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Sunday, October 18, 2009

Bangladesh: 1479 rape cases recorded in 6 months: Women repression unabated despite stringent law

Source: The Daily Star


Despite prevailing stringent laws in the country to protect women, violence in different forms against women still goes on unabated with offenders cocking a snook at the laws of the state.
Repression on women have increased manifold over the last few months. The brutality is inflicted on them mainly for dowry, disputes over wedding and land, said women activists working to promote and ensure women's rights in the country.


At least 1,479 women had been raped in six months beginning from January of 2009 while a total of 395 rape incidences, the highest number recorded, were committed in Dhaka Range followed by 390 in Rajshah and the lowest two in Railway Range, said Home Minister Sahara Khatun at a parliament session on October 12.

She also added that at least 3,462 women in 2008 and 3,584 in 2007 were violated.
On September 25, an adolescent was gang-raped following her abduction by 10 Bangladesh Chhatra League activists while she was returning from a Puja Mandop in Kolapar upazila in Patuakhali district.

Four police constables raped a woman from ethnic minority community on 28 February 2009 in Khagrachhari while an Indian BSF violated a Bangladeshi woman and killed her husband in Satkhira in last April.

Advocate Salma Ali, executive director of Bangladesh National Women Lawyers Association (BNWLA), told The Daily Star, “There are a number of laws including Dowry Prohibition Act, Prevention of Women and Child Repression Act (2000) which provides for effective and efficient way of dealing with cases of violence against women such as rape, acid attacks, forced prostitution and trafficking.”

The other acts include Suppression of Immoral Traffic Act 1933, Family Court Ordinance, Cruelty to Women (Deterrent Punishment) Ordinance and Trafficking in Women and Children Act 1993.

“Without proper implementation of the laws, it is really tough to stop violence against women that has become part and parcel of our male partners' behaviour,” said the advocate who runs shelter home for the repressed women, children and aged people.
Shamima Akhter (24) with her six-month-old daughter was looking for an official at the Nari Nirjatan Protirodh Cell of Women and Children Affairs Department to get legal support for her daughter's paternal right.

She narrated the sorry tale of her conjugal life. “Within four months of our marriage, my husband Mozammel Haque alias Khokan started to torture me. And finally while I was six-month pregnant, he walked out on me as my poor parents failed to give him the dowry of Tk 30,000.”

Hailed from city's Lalbagh area, Shamima now visits Nari Nirjatan Protirodh Cell at Eskaton Garden at least four days a week with her daughter. She said, “I have come here on foot. I started at 7:00am and have reached here at 11:00am for the hearing.”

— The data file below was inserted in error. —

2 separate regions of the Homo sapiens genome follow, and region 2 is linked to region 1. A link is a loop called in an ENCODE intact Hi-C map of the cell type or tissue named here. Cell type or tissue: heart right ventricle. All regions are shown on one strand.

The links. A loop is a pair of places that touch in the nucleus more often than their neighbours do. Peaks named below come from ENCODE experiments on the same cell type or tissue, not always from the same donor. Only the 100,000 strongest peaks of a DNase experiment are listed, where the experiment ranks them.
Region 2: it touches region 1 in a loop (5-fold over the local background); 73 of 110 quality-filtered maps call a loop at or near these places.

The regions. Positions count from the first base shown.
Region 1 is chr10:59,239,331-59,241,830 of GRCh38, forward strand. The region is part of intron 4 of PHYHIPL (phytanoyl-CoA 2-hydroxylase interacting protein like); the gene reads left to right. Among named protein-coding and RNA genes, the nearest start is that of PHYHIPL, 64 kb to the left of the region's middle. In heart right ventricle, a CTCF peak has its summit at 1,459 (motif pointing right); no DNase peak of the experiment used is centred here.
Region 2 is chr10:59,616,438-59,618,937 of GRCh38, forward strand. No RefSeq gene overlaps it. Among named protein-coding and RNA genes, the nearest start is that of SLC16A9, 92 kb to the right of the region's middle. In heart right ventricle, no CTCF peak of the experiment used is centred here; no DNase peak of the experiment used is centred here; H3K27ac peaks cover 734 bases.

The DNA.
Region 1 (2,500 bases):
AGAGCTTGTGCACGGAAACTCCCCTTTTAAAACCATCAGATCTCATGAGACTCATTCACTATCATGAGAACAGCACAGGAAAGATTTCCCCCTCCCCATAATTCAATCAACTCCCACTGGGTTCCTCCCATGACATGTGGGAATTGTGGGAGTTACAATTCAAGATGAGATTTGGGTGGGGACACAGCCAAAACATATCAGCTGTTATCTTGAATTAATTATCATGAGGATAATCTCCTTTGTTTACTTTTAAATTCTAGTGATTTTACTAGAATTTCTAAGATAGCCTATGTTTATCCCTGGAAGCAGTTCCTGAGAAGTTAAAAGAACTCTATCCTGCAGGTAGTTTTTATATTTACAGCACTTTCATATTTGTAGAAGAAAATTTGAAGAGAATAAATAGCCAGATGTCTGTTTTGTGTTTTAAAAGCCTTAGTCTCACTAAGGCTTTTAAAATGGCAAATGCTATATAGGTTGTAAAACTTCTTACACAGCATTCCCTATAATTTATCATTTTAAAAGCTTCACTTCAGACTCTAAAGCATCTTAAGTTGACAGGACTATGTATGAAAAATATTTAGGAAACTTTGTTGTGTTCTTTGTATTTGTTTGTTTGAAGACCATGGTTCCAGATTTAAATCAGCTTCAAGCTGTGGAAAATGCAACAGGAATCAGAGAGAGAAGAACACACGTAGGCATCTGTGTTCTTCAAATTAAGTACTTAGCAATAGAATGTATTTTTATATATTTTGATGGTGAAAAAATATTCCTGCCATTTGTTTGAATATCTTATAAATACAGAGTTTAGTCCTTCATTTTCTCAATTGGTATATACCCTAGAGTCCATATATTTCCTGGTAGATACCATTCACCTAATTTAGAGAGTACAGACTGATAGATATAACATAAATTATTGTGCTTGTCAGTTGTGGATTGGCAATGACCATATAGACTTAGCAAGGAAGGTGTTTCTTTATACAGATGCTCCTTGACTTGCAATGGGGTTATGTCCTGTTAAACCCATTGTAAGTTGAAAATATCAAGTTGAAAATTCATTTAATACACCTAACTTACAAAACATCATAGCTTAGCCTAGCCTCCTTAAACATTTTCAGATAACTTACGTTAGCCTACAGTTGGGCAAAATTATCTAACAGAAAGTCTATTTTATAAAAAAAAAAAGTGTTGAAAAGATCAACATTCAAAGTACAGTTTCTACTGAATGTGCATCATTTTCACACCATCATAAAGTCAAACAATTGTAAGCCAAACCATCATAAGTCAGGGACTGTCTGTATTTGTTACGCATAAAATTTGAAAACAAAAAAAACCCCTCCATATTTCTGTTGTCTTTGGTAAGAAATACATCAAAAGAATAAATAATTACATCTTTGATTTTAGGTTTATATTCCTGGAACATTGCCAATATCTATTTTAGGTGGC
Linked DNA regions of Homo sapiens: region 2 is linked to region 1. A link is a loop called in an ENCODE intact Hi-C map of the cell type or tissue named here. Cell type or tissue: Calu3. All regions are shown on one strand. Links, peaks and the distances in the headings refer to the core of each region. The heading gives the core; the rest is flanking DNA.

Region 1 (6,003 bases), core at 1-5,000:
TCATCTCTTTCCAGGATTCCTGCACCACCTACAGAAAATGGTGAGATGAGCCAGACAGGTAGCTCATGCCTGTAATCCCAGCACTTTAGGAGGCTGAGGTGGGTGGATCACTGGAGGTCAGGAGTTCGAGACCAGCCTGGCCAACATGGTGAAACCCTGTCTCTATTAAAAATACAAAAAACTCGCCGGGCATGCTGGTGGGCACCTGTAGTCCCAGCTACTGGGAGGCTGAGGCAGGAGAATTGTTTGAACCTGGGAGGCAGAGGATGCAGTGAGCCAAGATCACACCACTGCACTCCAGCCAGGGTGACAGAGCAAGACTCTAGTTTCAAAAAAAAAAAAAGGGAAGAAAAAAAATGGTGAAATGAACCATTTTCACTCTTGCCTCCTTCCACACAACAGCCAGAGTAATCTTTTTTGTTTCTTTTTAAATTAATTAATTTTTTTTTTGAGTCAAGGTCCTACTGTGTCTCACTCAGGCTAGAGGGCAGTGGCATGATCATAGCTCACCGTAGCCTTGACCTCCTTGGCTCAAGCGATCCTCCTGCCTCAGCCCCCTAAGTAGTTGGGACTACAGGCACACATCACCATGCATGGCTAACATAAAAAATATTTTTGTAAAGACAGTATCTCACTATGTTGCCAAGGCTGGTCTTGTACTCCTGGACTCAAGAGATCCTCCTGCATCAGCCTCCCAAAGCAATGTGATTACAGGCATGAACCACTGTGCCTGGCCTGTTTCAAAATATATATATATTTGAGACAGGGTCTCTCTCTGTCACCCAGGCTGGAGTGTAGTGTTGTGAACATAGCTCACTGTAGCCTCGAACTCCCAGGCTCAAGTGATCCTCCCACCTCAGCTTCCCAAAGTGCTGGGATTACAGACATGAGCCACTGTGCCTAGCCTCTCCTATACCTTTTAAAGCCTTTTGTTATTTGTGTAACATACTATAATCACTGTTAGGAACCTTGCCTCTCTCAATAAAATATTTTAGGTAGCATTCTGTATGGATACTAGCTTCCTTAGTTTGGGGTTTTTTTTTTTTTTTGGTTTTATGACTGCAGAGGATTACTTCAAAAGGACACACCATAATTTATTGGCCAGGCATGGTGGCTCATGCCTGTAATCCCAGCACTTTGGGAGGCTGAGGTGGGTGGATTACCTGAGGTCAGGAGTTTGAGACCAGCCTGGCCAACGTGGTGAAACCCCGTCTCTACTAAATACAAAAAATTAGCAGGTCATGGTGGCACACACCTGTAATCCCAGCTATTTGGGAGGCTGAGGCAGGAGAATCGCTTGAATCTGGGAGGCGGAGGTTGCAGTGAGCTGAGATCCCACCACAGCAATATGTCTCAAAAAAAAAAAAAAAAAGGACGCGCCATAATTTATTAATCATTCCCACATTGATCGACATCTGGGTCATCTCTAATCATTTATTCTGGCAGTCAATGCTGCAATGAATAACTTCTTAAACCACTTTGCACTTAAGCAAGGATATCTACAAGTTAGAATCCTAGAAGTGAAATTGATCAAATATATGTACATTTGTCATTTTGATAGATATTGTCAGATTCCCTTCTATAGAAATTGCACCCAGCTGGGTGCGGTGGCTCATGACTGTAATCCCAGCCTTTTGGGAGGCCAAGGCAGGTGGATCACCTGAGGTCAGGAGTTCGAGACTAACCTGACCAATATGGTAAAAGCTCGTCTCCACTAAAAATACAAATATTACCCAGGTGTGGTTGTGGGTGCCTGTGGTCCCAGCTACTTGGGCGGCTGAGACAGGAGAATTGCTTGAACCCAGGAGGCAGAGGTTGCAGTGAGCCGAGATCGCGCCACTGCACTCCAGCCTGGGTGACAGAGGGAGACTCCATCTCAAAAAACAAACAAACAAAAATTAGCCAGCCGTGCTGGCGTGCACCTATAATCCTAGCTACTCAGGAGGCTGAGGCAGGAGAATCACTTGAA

Like Shamima, at least 20 others who are victims of violence visit the Nari Nirjatan Protirodh Cell each day, said sources at the department. “We also receive some foreign women victims who got married to Bangladeshi men,” said a record keeper officer of the cell who mainly files up complaints.

As per case histories most of the victims filed cases against their husbands, or mother in laws for physical torture for dowry.
Meanwhile, the human rights-based organisation Odhikar reported that at least 338 women including 158 girls were raped in nine months beginning from January of 2009. Sixty-eight women and 51 girls were gang-raped, 50 women and 22 children were killed after rape during this period.

A total of 247 women were subjected to dowry-related violence. One hundred seventy-six of them died due to the violence and 64 of them were tortured in various ways. Seven of these women allegedly committed suicide, as they couldn't bear the brunt of torture, Odhikar statistics stated.

At least 27 women fell victim to illegal fatwa while 45 women and 12 girls became the victims of acid throwing, it said.

Women and human rights activist, Ayesha Khanam, who works in the area for three decades, told The Daily Star yesterday, “We are concerned about the realities of women who are the worst victim of violence. Doctor or post-graduate females are also now victims of torture and killed by their in-laws' families.”

She said the recent victims, a doctor and a student of Dhaka University, could be the wake-up calls to launch movement against domestic violence.
“We have submitted letters to home, women and children affairs ministries and prime minister to take steps in this regard,” she said.


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